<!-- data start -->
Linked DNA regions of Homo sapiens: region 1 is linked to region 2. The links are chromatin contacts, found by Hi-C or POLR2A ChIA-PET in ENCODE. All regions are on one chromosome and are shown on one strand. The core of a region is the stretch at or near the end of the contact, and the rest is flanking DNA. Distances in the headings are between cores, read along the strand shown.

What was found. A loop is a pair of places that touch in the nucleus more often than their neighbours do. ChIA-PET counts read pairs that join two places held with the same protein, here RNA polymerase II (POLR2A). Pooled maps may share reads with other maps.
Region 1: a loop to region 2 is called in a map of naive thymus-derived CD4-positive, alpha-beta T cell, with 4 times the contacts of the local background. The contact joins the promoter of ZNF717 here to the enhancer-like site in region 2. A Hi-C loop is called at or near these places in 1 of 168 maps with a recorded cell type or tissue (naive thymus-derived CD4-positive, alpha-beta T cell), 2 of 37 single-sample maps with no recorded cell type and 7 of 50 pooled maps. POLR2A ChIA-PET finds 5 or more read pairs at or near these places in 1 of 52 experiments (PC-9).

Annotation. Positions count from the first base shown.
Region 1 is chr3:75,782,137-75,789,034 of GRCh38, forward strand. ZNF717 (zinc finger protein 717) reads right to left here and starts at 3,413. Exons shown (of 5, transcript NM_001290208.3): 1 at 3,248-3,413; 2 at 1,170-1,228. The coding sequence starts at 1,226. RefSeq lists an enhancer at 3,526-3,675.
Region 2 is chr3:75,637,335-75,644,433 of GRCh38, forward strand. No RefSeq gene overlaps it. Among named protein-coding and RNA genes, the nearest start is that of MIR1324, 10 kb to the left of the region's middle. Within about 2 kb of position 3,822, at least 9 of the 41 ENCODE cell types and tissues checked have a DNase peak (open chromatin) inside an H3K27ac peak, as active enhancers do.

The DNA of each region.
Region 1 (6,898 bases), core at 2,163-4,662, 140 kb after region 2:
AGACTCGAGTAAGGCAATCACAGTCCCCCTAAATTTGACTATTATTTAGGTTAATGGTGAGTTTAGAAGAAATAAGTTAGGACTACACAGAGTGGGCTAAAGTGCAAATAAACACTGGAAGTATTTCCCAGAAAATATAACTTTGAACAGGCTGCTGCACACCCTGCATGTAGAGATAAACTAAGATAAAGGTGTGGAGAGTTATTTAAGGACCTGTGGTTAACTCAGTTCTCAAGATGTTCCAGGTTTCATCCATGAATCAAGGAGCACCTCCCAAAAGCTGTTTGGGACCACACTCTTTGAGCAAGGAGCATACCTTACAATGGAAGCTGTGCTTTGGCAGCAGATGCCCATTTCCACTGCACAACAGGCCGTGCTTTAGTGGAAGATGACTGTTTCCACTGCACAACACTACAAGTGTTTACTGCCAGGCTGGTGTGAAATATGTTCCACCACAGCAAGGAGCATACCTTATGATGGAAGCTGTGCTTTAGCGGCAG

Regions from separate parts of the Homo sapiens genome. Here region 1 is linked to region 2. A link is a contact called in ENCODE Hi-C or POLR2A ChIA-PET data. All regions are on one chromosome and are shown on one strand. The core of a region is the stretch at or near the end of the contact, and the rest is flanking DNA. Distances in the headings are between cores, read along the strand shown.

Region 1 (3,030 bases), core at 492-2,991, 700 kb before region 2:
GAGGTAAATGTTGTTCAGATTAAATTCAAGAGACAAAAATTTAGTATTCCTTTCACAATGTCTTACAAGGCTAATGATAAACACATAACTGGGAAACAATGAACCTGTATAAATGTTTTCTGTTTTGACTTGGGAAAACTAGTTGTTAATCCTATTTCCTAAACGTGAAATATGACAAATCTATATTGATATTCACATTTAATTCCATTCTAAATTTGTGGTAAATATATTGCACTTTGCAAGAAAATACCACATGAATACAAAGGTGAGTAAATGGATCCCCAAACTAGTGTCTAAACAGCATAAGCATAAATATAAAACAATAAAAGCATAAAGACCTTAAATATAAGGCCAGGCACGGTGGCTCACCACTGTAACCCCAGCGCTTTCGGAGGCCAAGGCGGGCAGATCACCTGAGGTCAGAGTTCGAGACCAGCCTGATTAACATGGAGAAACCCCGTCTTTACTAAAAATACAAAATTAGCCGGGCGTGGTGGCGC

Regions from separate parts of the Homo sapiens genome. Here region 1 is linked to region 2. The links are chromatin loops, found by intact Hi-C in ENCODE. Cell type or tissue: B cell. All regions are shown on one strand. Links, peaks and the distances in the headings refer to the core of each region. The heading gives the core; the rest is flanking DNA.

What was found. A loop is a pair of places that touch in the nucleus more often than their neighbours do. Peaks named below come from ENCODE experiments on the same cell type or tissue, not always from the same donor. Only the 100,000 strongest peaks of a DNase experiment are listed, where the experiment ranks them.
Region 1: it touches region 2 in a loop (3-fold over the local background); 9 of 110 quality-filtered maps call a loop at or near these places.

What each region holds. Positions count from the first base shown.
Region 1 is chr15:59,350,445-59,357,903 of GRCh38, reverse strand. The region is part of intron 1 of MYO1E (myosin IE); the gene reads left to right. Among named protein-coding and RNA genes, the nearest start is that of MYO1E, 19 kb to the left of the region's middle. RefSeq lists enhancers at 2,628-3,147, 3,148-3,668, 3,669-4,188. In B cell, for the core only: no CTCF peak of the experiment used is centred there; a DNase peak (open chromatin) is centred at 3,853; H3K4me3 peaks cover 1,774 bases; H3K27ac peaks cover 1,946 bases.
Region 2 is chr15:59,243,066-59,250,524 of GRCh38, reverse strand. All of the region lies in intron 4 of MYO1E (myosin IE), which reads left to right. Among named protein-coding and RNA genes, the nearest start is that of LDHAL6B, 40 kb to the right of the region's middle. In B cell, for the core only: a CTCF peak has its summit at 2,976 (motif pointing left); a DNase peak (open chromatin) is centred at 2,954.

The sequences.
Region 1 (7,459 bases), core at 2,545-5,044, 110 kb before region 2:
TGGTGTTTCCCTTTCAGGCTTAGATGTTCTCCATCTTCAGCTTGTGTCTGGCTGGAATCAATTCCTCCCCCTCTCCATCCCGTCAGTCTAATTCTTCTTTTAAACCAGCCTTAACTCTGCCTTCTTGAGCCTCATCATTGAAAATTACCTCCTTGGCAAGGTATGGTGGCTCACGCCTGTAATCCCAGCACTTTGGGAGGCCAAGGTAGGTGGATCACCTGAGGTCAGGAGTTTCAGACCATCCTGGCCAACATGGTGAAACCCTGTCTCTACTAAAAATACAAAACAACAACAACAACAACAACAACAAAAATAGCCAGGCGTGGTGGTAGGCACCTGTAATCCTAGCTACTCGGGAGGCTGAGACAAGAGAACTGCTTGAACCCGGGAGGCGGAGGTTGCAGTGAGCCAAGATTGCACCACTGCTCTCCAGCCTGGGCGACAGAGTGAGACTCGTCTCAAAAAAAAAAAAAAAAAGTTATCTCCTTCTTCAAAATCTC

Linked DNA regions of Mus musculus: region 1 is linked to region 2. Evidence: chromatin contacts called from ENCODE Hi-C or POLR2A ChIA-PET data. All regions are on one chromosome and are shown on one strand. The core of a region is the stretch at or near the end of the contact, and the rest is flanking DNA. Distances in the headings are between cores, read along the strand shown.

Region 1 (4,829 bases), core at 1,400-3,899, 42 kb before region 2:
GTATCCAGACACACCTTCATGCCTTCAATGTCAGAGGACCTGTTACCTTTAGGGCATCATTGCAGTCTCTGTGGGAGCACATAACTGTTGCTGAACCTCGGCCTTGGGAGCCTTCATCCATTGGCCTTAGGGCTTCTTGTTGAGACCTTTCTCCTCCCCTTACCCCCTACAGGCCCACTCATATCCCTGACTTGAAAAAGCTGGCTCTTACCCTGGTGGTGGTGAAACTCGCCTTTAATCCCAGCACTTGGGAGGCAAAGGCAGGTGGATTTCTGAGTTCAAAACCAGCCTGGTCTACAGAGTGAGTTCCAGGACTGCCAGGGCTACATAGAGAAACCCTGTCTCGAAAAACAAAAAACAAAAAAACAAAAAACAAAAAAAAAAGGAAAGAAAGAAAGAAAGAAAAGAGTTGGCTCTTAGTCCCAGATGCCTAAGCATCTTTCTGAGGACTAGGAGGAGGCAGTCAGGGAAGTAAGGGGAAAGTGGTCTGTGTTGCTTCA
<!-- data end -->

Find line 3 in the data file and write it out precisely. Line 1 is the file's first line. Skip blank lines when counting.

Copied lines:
Region 1: a loop to region 2 is called in a map of naive thymus-derived CD4-positive, alpha-beta T cell, with 4 times the contacts of the local background. The contact joins the promoter of ZNF717 here to the enhancer-like site in region 2. A Hi-C loop is called at or near these places in 1 of 168 maps with a recorded cell type or tissue (naive thymus-derived CD4-positive, alpha-beta T cell), 2 of 37 single-sample maps with no recorded cell type and 7 of 50 pooled maps. POLR2A ChIA-PET finds 5 or more read pairs at or near these places in 1 of 52 experiments (PC-9).